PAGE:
Frank-Starling mechanism (video) | Khan Academy
Medical definition of Starling's law of the heart: a statement in physiology: the called also Frank-Starling law, Frank-Starling law of the heart, Starling's law. Therefore, at a given LVEDP, shifting the Frank-Starling curve up and to the left will by the length-tension and force-velocity relationships for cardiac muscle. The Frank-Starling Law states that the stroke volume of the left ventricle will increase as the left ventricular volume increases due to the myocyte stretch causing.
Decreasing afterload and increasing inotropy shifts the curve up and to the left. At a given state of ventricular inotropy and afterload, the ventricle responds to changes in venous return and ventricular filling based on the unique curve for those conditions.
To summarize, changes in venous return cause the ventricle to move up or down along a single Frank-Starling curve; however, the slope of that curve is defined by the existing conditions of afterload and inotropy. Frank-Starling curves show how changes in ventricular preload lead to changes in stroke volume.
This type of graphical representation, however, does not show how changes in venous return affect end-diastolic and end-systolic volumes. In order to do this, it is necessary to describe ventricular function in terms of pressure-volume diagrams.
When venous return is increased, there is increased filling of the ventricle along its passive pressure curve leading to an increase in end-diastolic volume see Figure. If the ventricle now contracts at this increased preload, and the afterload and inotropy are held constant, the ventricle empties to the same end-systolic volume, thereby increasing its stroke volume, which is defined as end-diastolic minus end-systolic volume. The increased stroke volume is displayed as an increase in the width of the pressure-volume loop.
The normal ventricle, therefore, is capable of increasing its stroke volume to match physiological increases in venous return.
This is not, however, the case for ventricles that are in failure. Mechanisms Increased venous return increases the ventricular filling end-diastolic volume and therefore preloadwhich is the initial stretching of the cardiac myocytes prior to contraction. Myocyte stretching increases the sarcomere lengthwhich causes an increase in force generation and enables the heart to eject the additional venous return, thereby increasing stroke volume. This phenomenon can be described in mechanical terms by the length-tension and force-velocity relationships for cardiac muscle.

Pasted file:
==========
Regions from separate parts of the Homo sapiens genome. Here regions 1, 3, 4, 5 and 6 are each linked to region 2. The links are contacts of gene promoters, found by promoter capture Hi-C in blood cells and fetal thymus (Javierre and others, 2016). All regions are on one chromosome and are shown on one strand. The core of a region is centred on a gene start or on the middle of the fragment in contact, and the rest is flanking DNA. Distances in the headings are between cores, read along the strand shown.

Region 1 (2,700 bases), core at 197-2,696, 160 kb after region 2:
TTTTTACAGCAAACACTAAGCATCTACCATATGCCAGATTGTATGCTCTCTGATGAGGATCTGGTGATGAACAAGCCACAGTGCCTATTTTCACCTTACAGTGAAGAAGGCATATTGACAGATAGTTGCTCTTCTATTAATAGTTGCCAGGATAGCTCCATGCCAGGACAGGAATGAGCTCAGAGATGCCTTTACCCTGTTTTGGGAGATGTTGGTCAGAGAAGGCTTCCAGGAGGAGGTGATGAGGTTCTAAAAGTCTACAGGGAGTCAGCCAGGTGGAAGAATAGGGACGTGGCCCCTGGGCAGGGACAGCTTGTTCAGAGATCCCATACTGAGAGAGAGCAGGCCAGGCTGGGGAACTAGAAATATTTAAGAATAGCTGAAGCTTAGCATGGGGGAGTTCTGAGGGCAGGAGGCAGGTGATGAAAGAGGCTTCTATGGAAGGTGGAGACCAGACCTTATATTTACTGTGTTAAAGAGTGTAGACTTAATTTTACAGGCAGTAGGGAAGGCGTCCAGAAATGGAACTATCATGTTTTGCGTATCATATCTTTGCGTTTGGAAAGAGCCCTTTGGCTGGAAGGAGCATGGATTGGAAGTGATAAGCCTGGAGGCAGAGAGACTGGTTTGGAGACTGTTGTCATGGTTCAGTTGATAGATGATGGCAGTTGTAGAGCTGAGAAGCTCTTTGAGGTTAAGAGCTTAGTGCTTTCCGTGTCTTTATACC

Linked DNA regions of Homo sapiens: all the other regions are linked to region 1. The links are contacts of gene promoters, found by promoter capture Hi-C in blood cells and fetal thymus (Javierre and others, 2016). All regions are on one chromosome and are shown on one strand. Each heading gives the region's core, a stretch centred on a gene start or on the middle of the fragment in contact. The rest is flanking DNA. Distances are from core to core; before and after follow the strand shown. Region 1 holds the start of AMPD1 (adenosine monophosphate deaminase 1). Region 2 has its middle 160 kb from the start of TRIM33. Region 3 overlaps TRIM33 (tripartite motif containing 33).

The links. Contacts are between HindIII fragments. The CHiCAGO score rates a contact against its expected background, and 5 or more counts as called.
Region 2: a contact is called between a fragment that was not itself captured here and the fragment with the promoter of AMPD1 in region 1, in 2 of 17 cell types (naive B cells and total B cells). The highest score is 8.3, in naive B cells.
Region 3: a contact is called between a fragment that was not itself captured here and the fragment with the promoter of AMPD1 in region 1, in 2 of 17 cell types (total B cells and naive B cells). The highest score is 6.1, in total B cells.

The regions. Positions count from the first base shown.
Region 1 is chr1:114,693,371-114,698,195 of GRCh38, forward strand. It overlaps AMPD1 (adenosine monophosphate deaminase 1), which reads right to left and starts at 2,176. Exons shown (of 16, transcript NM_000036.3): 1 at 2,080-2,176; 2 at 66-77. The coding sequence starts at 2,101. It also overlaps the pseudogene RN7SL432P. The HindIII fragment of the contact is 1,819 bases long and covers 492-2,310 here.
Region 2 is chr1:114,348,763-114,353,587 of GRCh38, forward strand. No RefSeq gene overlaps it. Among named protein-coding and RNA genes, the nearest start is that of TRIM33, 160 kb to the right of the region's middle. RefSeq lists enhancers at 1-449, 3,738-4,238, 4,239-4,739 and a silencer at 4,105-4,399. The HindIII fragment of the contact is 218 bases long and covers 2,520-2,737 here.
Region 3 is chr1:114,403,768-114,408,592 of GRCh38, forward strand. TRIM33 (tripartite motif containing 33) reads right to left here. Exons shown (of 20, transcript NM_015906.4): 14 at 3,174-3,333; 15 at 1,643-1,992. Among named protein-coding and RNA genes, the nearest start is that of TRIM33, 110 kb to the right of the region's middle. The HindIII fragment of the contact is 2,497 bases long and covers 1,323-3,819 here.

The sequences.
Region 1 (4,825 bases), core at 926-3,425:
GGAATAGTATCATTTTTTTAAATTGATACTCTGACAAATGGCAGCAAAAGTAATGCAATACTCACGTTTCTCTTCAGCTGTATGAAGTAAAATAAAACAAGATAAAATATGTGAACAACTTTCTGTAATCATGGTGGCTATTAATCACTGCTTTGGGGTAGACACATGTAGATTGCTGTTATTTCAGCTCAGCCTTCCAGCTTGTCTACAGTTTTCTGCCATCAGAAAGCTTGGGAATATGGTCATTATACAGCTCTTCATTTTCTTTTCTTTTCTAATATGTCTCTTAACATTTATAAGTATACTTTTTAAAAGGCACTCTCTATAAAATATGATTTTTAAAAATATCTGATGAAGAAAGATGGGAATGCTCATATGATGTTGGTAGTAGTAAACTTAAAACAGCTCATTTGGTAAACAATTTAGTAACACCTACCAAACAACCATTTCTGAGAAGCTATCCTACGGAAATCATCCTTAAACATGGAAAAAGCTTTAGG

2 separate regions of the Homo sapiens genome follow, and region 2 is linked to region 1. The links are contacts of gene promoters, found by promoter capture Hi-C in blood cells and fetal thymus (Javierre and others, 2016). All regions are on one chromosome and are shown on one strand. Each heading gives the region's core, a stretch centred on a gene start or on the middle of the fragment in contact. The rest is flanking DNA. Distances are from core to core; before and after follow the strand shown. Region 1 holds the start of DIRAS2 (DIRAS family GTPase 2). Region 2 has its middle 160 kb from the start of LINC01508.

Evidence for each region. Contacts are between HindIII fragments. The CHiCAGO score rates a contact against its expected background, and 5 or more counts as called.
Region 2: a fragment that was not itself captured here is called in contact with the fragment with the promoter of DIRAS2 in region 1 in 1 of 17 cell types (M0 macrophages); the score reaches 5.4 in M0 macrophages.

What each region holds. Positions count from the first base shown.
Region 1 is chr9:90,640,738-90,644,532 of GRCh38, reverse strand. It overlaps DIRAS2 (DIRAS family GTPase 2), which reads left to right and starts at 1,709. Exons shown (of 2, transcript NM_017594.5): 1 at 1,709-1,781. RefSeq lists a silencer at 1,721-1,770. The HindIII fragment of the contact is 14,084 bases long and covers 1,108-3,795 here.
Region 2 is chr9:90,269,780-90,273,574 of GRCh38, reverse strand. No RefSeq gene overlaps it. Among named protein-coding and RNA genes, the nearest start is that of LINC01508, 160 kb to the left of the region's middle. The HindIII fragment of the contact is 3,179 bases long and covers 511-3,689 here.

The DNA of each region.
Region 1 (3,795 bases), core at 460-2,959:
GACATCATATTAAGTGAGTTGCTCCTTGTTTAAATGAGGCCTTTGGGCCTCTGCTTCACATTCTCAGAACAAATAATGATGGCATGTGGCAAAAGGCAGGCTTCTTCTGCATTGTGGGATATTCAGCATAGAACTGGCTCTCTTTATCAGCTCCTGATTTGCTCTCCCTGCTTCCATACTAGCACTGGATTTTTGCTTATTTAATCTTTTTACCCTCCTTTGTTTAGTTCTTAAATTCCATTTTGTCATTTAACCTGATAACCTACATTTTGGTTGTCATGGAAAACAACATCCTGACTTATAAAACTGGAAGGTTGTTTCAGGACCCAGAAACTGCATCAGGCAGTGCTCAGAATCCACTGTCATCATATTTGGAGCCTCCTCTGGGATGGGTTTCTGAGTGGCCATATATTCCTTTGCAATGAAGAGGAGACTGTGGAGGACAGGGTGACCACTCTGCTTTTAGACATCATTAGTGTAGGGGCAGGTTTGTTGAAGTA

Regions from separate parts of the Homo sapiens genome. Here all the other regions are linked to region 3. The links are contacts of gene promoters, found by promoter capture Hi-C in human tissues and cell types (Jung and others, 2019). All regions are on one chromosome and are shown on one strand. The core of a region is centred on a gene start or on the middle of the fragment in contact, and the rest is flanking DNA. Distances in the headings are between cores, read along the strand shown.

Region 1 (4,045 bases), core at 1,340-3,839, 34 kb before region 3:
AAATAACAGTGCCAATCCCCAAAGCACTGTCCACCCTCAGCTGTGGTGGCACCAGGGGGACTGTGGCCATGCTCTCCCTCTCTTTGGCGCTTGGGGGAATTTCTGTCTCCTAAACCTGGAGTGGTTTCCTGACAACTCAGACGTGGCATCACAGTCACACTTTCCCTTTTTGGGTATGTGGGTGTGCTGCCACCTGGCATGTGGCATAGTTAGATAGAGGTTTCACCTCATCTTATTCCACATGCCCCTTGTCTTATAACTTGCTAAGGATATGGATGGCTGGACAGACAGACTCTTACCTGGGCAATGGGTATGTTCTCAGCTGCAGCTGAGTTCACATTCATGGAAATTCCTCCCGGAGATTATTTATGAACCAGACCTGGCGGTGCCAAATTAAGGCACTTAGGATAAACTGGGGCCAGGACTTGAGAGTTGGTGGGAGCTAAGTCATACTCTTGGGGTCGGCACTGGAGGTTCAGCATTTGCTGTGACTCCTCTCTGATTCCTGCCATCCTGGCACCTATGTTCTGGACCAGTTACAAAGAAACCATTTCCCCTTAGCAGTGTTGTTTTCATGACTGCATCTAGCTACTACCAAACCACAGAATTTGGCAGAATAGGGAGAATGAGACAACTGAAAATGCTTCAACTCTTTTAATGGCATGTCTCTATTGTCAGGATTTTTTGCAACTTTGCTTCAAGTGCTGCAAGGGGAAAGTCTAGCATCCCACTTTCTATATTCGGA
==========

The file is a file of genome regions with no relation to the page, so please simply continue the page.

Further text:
Increasing preload increases the active tension developed by the muscle fiber and increases the velocity of fiber shortening at a given afterload and inotropic state. One mechanism to explain how preload influences contractile force is that increasing the sarcomere length increases troponin C calcium sensitivity, which increases the rate of cross-bridge attachment and detachment, and the amount of tension developed by the muscle fiber see Excitation-Contraction Coupling.
Other mechanisms are undoubtedly involved. Pressure volume loops Video transcript So a long time ago, there were two gentlemen, one by the name of Frank, and the other, his last name was Starling. So Frank and Starling coming from two different countries. Frank was from Germany, and Starling was from England. Came up with a set of ideas that we still use today.
And not just use, but actually are pretty relevant to how we think about how the heart works. And so these two guys, I just want to give a little shout out to both of them because they were leaders in their field plus years ago. And their ideas are still very, very relevant to how we think about things today. So what they came up with-- and this is kind of the content of the video-- is related to pressure and volume. Let's talk about both pressure on this axis and volume on this axis. And you understand that P and V are "Pressure" and "Volume.
It's going to kind of go up near the end as you start really packing in the fluid. And we call this the "end-diastolic"-- that's where the "ED" comes from-- "pressure-volume relationship. And I could take different points on this curve. I'm just going to kind of choose some points arbitrarily. Let's say 3, 4. Let's choose one up here. And you realize that, as you go up from point 1 through point let's say this is point 1, 2, 3, 4, and 5.
And as you go from point 1 through point 5, your preload is going up. Remember that preload is related to pressure.
And preload is really a sense for-- what is the stress on the walls? And of course, within the walls, you've got these little heart cells.